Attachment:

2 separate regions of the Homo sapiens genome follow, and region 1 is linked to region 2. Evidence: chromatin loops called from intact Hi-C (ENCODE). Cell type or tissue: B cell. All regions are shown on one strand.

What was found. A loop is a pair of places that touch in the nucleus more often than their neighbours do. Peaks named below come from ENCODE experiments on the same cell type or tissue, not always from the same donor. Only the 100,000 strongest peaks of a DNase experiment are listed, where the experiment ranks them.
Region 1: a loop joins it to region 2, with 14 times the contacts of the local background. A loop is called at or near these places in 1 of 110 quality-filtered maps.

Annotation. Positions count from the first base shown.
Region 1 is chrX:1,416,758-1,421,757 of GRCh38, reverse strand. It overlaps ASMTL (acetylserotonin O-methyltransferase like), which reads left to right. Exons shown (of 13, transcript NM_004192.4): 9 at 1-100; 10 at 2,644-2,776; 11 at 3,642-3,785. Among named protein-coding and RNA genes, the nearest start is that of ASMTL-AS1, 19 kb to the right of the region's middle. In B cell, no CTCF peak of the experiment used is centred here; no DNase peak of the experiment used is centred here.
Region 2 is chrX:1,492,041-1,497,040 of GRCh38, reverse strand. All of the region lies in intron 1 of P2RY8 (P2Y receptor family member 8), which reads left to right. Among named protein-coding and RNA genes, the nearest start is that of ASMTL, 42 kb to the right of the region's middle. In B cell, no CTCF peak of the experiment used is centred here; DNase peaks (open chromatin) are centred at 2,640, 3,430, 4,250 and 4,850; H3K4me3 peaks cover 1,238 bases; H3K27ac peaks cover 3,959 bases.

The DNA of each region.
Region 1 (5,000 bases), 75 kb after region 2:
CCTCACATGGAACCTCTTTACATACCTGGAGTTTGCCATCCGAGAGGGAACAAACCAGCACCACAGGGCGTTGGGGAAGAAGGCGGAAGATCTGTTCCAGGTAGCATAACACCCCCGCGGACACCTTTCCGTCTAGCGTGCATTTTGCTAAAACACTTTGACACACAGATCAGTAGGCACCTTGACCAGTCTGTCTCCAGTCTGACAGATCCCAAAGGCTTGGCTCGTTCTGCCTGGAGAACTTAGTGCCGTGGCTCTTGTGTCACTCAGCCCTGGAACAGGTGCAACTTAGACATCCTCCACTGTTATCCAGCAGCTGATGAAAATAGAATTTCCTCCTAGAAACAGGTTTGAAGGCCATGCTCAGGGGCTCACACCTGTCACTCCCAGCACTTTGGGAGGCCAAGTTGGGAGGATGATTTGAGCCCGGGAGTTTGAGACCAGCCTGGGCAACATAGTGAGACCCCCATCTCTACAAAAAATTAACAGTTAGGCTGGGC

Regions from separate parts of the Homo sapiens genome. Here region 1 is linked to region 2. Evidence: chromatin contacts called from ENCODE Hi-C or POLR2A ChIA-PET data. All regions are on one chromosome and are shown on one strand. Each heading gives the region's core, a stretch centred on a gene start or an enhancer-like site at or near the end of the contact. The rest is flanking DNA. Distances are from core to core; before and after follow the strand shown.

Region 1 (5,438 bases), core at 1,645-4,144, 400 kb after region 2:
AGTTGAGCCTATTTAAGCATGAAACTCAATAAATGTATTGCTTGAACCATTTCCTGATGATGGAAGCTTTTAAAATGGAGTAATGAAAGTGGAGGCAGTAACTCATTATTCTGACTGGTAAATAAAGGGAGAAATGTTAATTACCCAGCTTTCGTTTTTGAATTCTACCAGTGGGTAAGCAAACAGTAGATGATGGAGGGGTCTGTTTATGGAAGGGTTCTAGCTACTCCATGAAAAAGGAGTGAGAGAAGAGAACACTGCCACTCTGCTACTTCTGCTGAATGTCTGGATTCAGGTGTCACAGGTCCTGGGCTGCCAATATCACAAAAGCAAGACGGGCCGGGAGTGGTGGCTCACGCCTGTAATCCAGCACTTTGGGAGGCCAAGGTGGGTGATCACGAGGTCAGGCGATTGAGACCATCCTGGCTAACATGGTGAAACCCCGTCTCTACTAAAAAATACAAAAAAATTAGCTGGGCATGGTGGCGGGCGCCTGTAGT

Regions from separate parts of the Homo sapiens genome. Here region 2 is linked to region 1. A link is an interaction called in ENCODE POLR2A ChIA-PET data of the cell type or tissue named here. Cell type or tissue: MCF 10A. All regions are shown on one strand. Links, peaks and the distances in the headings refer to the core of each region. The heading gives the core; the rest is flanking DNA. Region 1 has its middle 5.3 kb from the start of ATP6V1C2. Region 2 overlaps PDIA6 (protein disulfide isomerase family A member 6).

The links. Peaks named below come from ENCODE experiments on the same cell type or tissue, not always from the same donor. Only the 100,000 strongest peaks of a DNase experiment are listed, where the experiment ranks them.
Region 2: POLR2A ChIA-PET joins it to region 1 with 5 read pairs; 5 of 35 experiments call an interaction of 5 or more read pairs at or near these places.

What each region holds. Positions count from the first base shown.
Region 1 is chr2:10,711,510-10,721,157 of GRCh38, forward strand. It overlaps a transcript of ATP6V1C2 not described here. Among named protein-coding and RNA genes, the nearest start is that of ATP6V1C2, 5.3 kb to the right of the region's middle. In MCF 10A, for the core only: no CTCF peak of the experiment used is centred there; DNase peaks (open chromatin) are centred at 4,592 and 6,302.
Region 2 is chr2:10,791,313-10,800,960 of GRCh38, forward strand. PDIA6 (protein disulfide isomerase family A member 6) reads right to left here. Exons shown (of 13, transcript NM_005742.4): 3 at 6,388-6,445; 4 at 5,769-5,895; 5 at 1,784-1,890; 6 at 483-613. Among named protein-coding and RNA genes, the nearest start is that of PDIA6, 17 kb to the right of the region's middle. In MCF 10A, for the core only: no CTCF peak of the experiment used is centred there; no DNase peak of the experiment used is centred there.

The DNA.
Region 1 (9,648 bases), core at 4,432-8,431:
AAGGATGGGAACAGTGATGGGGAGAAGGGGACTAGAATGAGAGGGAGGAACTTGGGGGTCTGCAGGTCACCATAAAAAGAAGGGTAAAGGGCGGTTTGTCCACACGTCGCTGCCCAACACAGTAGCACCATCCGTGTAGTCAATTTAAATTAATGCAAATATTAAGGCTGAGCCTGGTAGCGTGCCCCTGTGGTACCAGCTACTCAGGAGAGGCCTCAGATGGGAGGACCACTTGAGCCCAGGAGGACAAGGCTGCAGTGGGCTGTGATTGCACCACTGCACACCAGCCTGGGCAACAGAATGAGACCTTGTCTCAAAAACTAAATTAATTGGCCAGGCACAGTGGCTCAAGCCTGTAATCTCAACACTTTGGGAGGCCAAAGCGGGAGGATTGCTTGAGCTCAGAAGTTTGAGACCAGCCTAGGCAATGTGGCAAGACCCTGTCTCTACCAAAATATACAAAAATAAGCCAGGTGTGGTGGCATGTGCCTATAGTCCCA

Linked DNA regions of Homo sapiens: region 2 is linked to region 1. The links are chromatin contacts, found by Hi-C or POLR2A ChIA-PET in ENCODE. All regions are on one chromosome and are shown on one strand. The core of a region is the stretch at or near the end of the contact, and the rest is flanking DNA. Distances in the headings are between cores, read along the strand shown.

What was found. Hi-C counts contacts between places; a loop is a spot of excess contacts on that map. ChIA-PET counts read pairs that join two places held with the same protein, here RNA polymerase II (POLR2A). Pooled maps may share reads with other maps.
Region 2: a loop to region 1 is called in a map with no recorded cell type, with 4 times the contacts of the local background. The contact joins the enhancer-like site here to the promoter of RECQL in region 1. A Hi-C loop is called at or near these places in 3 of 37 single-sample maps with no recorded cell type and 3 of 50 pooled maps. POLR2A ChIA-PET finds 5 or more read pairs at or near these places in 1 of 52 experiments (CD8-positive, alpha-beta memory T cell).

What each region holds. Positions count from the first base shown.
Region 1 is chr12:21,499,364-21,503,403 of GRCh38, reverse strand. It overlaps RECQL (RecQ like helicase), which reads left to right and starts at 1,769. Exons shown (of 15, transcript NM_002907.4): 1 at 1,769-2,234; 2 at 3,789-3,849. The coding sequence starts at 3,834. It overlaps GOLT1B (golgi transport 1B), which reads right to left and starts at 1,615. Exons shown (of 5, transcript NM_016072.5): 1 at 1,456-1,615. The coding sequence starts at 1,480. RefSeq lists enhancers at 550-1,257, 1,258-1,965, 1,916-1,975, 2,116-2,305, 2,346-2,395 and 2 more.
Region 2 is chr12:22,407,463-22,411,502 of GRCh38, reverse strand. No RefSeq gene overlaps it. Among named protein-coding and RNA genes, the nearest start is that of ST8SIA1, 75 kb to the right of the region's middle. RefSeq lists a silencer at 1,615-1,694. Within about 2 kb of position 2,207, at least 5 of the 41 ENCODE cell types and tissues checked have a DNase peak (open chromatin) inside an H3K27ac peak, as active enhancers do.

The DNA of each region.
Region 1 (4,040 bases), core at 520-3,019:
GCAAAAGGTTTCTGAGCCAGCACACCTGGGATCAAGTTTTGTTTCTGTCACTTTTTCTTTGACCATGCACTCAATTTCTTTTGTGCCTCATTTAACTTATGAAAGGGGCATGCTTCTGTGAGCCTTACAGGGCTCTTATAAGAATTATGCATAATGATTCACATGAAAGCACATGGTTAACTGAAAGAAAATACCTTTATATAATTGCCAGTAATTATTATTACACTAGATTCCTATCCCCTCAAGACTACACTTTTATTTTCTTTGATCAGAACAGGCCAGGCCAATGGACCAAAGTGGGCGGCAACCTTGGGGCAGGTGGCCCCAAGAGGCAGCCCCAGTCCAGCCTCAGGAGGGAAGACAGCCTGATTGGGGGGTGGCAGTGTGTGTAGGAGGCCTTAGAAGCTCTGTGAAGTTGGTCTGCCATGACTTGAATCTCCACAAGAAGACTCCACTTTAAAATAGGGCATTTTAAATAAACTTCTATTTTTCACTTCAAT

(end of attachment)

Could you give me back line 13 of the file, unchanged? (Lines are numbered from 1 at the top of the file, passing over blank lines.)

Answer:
Regions from separate parts of the Homo sapiens genome. Here region 2 is linked to region 1. A link is an interaction called in ENCODE POLR2A ChIA-PET data of the cell type or tissue named here. Cell type or tissue: MCF 10A. All regions are shown on one strand. Links, peaks and the distances in the headings refer to the core of each region. The heading gives the core; the rest is flanking DNA. Region 1 has its middle 5.3 kb from the start of ATP6V1C2. Region 2 overlaps PDIA6 (protein disulfide isomerase family A member 6).